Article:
Sandwell concerned about potential impact on schools jobs if contractor goes bust


A West Midlands council is asking Interserve to plan for its own demise as concern for the contractor’s survival continues to grow.

Sandwell council’s local education partner Sandwell Futures Limited (SFL) has revealed it is considering asking Interserve to create a “living will” to help prepare for any potential collapse, according to a report prepared ahead of yesterday’s meeting of the council’s audit and risk assurance committee.

The contractor, which has already been asked to create a living will by central government, has the exclusive right to major capital works at high schools in the borough and provides FM services to a host of schools in the area.

A council spokesperson confirmed to Building: “The possibility of drawing up a localised ‘living will’ is currently being explored by SFL.”

Timeline: How Interserve got itself into this mess

A spokesperson for Interserve said it could not comment on individual contracts with clients but that it is working on plans with lenders to put the contractor on a firmer footing.

The spokesperson said lenders “were very supportive and committed”, while the Cabinet Office had “expressed full support” for its recovery plan.

Sandwell’s report reveals Interserve is working on three education projects in the borough worth £16m and is due to provide 825 school places in the 2019/20 school year.

But the council has raised concerns about its ability to provide enough year seven places should Interserve collapse before the schemes are completed.

The council spokesperson said it would find “a temporary solution” to accommodate students should Interserve fail to finish the projects, scheduled for completion between July and September this year.

The documents also reveal SFL and the council had identified “significant condition issues” at Perryfields high school’s Jubilee Block, built by Interserve in 2012.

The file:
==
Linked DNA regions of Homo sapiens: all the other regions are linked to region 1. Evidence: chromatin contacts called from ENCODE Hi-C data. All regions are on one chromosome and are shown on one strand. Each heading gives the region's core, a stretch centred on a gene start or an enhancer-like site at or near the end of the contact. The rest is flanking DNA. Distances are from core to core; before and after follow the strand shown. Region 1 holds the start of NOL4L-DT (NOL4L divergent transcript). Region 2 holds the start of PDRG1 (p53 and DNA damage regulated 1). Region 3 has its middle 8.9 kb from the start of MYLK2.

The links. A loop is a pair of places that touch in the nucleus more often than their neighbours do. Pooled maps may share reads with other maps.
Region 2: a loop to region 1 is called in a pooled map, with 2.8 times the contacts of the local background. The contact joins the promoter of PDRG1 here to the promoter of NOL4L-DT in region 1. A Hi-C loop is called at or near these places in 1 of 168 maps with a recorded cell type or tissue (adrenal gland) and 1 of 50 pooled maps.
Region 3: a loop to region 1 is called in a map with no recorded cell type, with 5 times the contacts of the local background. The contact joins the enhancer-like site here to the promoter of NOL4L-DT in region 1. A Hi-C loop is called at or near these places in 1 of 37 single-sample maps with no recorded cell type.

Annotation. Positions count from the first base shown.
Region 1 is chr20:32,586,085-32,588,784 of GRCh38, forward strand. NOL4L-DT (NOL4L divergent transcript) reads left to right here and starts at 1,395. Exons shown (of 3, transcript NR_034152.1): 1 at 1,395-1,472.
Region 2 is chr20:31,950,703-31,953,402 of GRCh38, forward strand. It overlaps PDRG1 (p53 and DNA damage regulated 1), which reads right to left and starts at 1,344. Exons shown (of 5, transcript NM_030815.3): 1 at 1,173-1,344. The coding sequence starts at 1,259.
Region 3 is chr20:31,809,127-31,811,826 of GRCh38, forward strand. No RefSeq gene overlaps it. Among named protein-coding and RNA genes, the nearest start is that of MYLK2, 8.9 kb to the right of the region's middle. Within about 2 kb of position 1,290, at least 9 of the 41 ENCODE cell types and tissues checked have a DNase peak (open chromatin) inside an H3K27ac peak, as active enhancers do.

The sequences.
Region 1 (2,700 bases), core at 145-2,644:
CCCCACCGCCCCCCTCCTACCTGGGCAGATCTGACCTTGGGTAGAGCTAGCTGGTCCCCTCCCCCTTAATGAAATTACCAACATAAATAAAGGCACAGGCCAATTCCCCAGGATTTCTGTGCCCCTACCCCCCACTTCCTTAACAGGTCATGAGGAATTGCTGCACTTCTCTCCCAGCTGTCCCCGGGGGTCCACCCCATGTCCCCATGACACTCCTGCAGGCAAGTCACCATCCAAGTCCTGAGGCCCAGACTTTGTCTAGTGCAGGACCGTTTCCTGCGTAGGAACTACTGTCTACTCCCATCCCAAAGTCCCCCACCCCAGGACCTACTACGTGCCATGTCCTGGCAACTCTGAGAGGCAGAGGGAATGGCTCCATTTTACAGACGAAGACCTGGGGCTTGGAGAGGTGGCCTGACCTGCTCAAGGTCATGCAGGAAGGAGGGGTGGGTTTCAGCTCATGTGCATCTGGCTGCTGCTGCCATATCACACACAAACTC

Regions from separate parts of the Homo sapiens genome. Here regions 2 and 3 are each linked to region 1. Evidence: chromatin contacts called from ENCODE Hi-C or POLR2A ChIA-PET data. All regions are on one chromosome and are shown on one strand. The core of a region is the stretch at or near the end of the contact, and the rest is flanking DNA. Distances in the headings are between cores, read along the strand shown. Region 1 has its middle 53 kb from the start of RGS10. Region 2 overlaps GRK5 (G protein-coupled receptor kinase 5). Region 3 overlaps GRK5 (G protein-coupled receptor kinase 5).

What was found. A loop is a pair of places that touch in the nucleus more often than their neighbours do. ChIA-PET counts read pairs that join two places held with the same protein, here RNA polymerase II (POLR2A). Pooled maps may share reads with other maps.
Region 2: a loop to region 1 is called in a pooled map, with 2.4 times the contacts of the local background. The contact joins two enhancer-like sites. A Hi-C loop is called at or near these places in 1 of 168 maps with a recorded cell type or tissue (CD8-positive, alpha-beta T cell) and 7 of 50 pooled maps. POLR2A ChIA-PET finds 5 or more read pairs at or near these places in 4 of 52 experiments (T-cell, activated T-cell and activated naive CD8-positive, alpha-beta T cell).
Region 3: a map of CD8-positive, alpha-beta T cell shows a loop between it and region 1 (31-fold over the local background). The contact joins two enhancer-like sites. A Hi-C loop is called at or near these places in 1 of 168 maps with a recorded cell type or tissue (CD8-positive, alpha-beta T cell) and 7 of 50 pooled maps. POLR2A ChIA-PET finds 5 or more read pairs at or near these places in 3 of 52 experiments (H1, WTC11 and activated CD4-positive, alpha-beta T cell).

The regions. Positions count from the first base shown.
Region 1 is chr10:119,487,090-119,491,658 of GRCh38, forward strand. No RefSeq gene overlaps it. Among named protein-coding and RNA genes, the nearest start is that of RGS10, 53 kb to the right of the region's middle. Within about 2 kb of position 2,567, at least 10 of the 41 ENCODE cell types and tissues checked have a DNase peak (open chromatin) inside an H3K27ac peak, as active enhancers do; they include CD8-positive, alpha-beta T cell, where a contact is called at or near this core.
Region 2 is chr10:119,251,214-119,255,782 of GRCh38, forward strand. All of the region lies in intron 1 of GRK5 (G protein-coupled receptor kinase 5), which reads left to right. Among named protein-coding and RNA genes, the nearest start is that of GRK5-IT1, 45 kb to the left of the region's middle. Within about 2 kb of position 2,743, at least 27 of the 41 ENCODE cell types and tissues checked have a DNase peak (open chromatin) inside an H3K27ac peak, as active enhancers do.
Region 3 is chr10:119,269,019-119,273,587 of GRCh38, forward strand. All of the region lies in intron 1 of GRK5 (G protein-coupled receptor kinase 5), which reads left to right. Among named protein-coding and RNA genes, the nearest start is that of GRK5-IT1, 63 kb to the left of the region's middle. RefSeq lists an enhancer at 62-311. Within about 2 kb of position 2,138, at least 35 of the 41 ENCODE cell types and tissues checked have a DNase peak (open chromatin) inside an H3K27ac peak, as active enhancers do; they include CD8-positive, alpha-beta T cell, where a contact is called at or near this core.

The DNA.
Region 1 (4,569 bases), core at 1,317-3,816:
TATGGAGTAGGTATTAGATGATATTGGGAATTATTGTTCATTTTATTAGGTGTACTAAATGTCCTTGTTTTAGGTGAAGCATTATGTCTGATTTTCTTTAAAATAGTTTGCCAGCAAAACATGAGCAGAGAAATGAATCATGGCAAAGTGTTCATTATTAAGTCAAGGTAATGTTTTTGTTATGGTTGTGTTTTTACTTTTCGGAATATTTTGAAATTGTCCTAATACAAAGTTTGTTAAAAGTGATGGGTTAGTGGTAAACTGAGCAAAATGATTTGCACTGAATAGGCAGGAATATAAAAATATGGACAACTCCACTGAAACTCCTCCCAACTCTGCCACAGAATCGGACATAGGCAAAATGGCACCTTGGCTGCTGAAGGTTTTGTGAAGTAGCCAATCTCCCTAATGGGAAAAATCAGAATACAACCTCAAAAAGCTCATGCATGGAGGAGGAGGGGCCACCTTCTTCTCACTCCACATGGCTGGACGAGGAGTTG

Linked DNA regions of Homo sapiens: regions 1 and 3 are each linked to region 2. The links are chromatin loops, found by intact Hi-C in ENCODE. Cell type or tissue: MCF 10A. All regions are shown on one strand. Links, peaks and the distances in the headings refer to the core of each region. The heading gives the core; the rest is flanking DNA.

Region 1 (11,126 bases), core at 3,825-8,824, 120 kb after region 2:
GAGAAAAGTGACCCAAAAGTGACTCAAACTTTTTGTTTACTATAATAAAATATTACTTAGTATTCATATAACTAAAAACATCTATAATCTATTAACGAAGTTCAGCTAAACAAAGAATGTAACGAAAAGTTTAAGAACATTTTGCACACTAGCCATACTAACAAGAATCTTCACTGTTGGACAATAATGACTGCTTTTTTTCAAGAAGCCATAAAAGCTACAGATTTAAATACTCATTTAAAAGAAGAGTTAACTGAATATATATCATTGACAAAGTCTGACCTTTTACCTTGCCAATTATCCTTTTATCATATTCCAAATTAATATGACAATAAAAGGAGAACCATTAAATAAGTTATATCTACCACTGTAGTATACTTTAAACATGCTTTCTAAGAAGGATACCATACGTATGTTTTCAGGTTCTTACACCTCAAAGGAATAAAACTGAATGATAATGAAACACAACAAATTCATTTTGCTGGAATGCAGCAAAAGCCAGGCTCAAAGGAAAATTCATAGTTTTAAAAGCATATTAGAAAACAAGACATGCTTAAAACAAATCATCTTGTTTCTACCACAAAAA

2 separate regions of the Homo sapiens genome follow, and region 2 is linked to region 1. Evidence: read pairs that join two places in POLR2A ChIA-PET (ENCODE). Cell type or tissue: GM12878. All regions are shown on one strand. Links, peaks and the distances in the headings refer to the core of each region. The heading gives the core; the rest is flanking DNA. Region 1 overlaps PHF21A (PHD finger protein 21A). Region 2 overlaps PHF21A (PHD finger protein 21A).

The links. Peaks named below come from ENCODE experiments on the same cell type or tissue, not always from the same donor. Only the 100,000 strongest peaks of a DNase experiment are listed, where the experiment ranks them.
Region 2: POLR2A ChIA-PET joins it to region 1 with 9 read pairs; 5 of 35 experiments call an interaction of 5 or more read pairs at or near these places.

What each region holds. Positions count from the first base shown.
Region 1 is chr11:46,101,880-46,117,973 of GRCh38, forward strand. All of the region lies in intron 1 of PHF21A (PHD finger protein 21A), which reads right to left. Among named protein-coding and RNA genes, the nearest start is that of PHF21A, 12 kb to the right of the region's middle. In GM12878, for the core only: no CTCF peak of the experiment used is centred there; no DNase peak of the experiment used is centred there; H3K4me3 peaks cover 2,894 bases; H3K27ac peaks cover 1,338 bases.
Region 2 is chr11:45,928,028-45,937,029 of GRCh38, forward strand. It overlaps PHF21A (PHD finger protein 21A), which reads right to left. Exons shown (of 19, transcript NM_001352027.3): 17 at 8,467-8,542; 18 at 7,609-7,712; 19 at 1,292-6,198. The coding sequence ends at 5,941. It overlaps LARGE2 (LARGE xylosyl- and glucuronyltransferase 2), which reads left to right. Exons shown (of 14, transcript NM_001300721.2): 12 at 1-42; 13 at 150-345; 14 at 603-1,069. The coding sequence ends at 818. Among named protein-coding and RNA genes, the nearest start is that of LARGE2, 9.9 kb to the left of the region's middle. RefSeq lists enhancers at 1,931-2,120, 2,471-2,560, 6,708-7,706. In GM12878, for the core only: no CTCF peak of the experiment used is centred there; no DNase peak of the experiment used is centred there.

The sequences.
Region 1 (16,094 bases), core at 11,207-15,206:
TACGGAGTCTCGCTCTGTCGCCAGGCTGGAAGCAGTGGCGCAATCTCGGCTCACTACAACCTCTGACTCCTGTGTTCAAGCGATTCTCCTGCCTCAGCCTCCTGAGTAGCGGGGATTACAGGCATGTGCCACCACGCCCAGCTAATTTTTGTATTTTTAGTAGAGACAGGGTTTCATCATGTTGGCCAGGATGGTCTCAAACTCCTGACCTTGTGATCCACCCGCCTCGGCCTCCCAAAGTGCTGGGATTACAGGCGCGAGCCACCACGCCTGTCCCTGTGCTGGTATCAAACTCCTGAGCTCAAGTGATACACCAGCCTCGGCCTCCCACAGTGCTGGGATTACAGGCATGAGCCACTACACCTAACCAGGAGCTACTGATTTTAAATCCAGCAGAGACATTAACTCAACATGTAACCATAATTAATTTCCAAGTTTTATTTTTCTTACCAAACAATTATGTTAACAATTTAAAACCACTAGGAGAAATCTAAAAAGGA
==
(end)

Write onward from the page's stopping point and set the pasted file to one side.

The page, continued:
The papers said SFL was “currently pursuing Interserve for a resolution to this matter” with the cost of replacing the existing structure set to be around £3m.

The report also revealed a string of measures designed to continue facilities management services should Interserve go bust.

These measures, which have either already been or are in the process of being implemented by SFL, include the transfer of key personnel in the day-to-day management of the council’s capital projects as well as FM services and contract data from Interserve’s services arm to ensure continuity of access.

Meanwhile, Interserve’s partner on three of the contractor’s problem energy-from-waste (EfW) plants, US energy-tech firm Babcock & Wilcox, has revealed the three incinerators it is building with the firm will now be finished in the first half of this year.

Completion dates for the plants in Rotherham, Margam and Dunbar have been repeatedly pushed back, with problems in the EfW sector costing Interserve more than £220m and forcing it to enter a second round of rescue talks with creditors following the initial agreement it struck last spring.

Part of this latest rescue deal could see it hand its profitable shoring and formwork business RMD Kwikform to creditors. 

In an update last month, Interserve admitted lenders were interested in acquiring RMD Kwikform, which made a pre-tax profit of £15m on £42m turnover in 2017.